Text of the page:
Whether you’re pounding out that first draft, polishing the sixteenth, or trying to harness the power of story to your real life — like, say, spinning a tale about why you were late to work yet again — a few tips about story always come in handy. They’re like a quick jolt of coffee on a slow afternoon. To that end, here are several lists of tips galore. Enjoy!A Reader's Manifesto for Writers: 16 Expectations Every Reader Has» 8 Random Writing Tips» 13 Key Questions To Ask Yourself About Your Story»
- The reader expects that everything in a story is there strictly on a need-to-know basis, even the weather.
- The reader expects to feel something, all the time.
- The reader expects to feel what the protagonist feels.
- The reader expects that the protagonist will want something; and will fear something that keeps her from fulfilling that desire.
- The reader expects that everything that happens will in some way affect the protagonist.
- The reader expects the protagonist to react to everything that happens.
- The reader expects that everything that happens will in some way affect the outcome of the “story question.”
- The reader expects that something will be at stake in every scene.
- The reader expects that as the protagonist tries to solve the story question, he will make things worse.
- The reader expects the protagonist will have to overcome both expected and unexpected hurdles to attain her goal.
- The reader expects those hurdles to be both external events and internal fears.
- The reader expects that every setup will have a payoff, which the story will build toward.
- The reader expects that every subplot and flashback will in some way affect the main storyline.
- The reader expects that the protagonist will be forced to confront things he’s probably spent his entire life avoiding.
- The reader expects the protagonist to struggle to make sense of what’s happening to him.
- The reader expects that the protagonist will emerge changed by his story, and that she, the reader, will emerge changed by it, as well.
- The bigger the word, the less emotion it conveys.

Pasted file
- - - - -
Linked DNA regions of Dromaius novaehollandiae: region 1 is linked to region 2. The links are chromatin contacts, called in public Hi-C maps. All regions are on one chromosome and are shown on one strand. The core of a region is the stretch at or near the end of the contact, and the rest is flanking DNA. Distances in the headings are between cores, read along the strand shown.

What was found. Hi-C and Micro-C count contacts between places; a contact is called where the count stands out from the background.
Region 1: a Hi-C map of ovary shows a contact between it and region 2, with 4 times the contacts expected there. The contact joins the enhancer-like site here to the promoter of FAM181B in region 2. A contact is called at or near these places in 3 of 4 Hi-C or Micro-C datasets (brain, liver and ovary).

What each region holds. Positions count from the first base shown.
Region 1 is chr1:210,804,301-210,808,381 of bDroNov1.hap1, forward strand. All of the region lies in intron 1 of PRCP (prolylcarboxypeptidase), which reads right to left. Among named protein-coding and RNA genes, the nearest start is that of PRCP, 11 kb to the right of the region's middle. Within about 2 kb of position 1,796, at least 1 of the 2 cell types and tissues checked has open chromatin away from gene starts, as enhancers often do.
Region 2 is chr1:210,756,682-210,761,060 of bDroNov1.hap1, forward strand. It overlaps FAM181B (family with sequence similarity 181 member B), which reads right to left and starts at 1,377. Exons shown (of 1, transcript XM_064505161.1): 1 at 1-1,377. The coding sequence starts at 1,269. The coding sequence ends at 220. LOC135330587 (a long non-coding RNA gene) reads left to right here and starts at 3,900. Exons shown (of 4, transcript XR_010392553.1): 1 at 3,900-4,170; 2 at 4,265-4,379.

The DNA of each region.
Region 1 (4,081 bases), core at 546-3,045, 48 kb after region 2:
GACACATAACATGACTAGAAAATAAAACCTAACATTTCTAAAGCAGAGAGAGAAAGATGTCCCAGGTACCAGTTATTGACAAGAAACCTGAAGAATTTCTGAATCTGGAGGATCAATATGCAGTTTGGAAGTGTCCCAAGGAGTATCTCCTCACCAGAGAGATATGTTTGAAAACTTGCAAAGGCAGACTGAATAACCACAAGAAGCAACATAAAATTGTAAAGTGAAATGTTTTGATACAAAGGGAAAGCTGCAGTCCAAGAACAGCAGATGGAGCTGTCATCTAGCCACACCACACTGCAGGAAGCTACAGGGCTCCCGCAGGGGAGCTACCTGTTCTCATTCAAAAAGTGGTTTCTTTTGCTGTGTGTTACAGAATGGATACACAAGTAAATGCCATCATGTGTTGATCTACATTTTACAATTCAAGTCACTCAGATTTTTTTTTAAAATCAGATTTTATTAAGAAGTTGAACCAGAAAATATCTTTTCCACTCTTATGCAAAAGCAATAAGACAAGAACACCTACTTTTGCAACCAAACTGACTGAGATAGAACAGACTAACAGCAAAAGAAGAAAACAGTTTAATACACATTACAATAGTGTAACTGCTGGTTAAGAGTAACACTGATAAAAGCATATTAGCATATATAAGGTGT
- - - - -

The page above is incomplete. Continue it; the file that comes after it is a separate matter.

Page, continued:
- Avoid exclamation points! Really!! Because they’re distracting!! Almost as much as CAPITALIZING THINGS!!!
- Make sure that each scene gives us new information, rather than rehashing things we already know. Never tell us the same fact twice. Because it’s boring and stops the flow of the story. Never tell us the same fact twice. Because it’s boring and stops the flow of the story.
- If the reader doesn’t know there’s intrigue a foot, there is no intrigue a foot.
- Scenery without subtext is a travelogue.
- Everything must be earned. In story, there’s no such thing as a free lunch – unless, of course, it’s poisoned. Think Snow White. In other words, if it’s free, it’s going to cost you big time. (I refrained from using an exclamation point in that last sentence, I admit, it’s not easy! Oops.)
- There are two basic motivating factors for just about all human action: Fear and Desire. Very often, these two are pitted against each other.
- The most important element of any story is to make the reader want to know what happens next. Period. Everything else is gravy.
1. Do You Know Who Your Protagonist Is?
Sounds like a trick question, doesn’t it? But there is more to this question than meets the eye. It’s not just about being able to identify the main character. Think about The Great Gatsby. Is the protagonist Nick the narrator or Gatsby himself? Not sure you can answer this, either for Gatsby or for your own story? See Question #2.
2. Whose Story Is It?